Looking closely at the RegioPost case: two new papers on public procurement and labour standards under eu law

I have been working on the implications of the RegioPost Judgment for a while (I can't believe it will soon be a year since the conference we held at the University of Bristol Law School), and finally uploaded two new papers on SSRN where I discuss different aspects of the case and its implications for the enforcement of labour standards through public procurement regulated by the 2014 EU Public Procurement Package.

The first paper is concerned with the regulatory substitution implicit in the inclusion of social and employment-related considerations in public procurement. The second paper is concerned with the competition and State aid implications of the asymmetrical rules on minimum wage requirements that result from RegioPost, Rüffert and Bundesdruckerei. Below are some additional details on each of the papers. I hope that both papers manage to provide complementary views on the many issues that derive from the interaction between EU public procurement law, EU labour law and EU free movement law. Feedback most welcome!

Regulatory Substitution between Labour & Public Procurement Law: EU's Shifting Approach to Enforcing Labour Standards in Public Contracts

In this paper, I reflect about a recent regulatory trend concerning the enforcement of labour standards through contract compliance clauses and other requirements of public contracts tendered under European Union public procurement law. On the back of recent developments in the case law of the European Court of Justice regarding cross-border situations of procurement-based enforcement of labour standards, notably in the re-examination of the Rüffert case in both the Bundesdruckerei and RegioPost cases, I reflect on this phenomenon from the perspective of regulatory substitution. In setting out a basic framework to assess regulatory substitution, I hypothesise that most of the difficulties evidenced by the case law stem from the transfer of labour regulation goals to the public procurement sphere. I then aim to test this hypothesis by means of an analysis of labour policy-oriented mechanisms included in the 2014 revision of the EU public procurement rules. I then go on to critically assess the fitness for purpose of the procurement mechanisms from the perspective of contributing to the enforcement of labour standards. And I ultimately extract some general conclusions that can be of relevance in non-EU jurisdictions where similar trends of regulatory substitution between labour and public procurement law may be emerging.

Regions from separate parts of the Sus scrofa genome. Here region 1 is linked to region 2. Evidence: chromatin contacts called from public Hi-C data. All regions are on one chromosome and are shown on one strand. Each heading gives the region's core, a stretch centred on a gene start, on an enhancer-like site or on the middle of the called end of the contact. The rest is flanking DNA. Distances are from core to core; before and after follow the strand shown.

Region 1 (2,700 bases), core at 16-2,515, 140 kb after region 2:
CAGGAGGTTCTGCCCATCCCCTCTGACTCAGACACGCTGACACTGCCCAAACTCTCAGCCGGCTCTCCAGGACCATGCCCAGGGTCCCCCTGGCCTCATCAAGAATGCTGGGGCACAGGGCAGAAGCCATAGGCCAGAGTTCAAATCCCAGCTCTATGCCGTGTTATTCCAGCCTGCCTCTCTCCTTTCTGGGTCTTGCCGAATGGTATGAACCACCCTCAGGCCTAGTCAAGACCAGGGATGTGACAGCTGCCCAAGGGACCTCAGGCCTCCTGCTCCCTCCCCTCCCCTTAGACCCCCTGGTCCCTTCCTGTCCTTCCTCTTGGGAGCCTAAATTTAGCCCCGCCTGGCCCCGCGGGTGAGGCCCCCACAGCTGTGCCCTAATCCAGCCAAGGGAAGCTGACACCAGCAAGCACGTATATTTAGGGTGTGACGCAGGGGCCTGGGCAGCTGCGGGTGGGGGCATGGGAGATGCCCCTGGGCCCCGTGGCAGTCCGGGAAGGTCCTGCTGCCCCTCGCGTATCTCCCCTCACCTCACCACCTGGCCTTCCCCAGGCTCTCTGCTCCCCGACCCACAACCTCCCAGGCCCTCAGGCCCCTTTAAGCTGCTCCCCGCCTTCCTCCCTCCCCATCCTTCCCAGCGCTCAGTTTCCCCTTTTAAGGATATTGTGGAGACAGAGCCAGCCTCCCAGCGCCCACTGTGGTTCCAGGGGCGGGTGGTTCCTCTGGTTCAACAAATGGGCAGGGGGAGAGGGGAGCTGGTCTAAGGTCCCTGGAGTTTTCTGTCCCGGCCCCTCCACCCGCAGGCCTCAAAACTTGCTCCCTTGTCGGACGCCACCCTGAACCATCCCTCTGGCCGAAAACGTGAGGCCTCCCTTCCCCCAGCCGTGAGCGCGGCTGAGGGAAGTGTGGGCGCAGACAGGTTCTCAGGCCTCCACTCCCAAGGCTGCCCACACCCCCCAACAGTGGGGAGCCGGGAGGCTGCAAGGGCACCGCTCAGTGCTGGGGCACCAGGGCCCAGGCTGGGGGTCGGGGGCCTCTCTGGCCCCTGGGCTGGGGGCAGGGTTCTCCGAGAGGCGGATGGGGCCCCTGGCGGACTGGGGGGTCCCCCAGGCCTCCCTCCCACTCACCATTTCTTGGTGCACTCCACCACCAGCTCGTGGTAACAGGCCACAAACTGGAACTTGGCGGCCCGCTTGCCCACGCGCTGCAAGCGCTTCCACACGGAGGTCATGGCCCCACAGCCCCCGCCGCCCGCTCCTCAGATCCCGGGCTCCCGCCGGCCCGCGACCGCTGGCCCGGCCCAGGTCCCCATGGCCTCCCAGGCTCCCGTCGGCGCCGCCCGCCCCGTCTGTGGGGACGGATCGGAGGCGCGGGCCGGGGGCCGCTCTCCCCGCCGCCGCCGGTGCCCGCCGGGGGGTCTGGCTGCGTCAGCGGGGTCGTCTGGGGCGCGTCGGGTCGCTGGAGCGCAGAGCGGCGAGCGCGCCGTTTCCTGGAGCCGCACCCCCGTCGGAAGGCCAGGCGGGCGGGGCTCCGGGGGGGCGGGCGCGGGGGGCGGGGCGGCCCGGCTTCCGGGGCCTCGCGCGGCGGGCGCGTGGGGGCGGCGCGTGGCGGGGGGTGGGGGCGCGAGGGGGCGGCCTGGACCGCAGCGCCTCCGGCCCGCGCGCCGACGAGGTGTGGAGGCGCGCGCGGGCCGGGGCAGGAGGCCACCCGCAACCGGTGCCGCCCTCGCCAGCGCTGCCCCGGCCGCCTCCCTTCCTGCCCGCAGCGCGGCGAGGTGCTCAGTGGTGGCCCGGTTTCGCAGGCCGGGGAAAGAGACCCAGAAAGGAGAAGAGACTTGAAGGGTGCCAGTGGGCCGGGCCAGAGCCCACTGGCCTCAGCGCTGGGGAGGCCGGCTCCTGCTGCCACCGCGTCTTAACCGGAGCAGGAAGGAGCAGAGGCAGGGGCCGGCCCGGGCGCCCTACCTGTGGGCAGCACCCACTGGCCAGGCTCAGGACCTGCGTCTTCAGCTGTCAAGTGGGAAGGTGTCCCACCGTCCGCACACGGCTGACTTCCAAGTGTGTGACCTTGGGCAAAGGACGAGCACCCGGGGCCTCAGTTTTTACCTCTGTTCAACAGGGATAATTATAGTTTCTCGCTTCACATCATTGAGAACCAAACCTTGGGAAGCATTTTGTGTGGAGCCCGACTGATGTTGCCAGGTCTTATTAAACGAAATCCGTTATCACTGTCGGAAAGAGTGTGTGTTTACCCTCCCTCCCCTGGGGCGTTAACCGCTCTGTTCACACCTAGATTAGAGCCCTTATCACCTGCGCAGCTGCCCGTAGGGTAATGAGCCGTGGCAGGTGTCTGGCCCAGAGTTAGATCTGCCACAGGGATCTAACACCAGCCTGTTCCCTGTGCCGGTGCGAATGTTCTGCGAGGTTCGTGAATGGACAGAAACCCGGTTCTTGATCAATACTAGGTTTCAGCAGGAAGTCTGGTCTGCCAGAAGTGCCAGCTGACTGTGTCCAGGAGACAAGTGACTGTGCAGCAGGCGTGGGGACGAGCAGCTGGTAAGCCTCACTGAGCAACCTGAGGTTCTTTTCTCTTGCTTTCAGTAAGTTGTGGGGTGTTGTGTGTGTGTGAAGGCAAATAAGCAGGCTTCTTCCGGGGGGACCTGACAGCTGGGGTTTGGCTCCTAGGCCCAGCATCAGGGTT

Sanchez-Graells, Albert, Regulatory Substitution between Labour and Public Procurement Law: The EU's Shifting Approach to Enforcing Labour Standards in Public Contracts (April 25, 2017). Available at SSRN: https://ssrn.com/abstract=2958297.

Competition and State Aid Implications of ‘Public’ Minimum Wage Clauses in EU Public Procurement after the Regiopost Judgment

This chapter assesses the use of public procurement to enforce labour standards from a competition and State aid perspective, and concentrates on the establishment of contract compliance clauses under the rules of Article 26 of Directive 2004/18/EC and Article 70 of Directive 2014/24/EU and in relation with the Posted Workers Directive. In particular, it assesses the case law of the European Court of Justice in Rüffert, Bundesdruckerei and RegioPost from an economic perspective. This highlights the potential negative competitive implications that derive from the asymmetrical rules the case law creates for the cross-border and the inter-regional provision of services to the public sector. It also underlines the risk of (regional) economic protectionism that they create. The chapter then assesses these issues from the perspective the EU public procurement, competition and State aid rules. It concludes that, given the current ineffectiveness of the checks and balances theoretically oriented towards the prevention of these undesirable effects, contracting authorities and policy makers would be well advised to abandon their efforts of setting partial, incomplete and difficult to monitor minimum/living wage requirements for public contracts only.

Sanchez-Graells, Albert, Competition and State Aid Implications of ‘Public’ Minimum Wage Clauses in EU Public Procurement after the Regiopost Judgment (April 25, 2017). Prepared for future publication in A Sanchez-Graells (ed), Smart Public Procurement and Labour Standards—Pushing the Discussion after RegioPost (Bloomsbury-Hart). Available at SSRN: https://ssrn.com/abstract=2958296.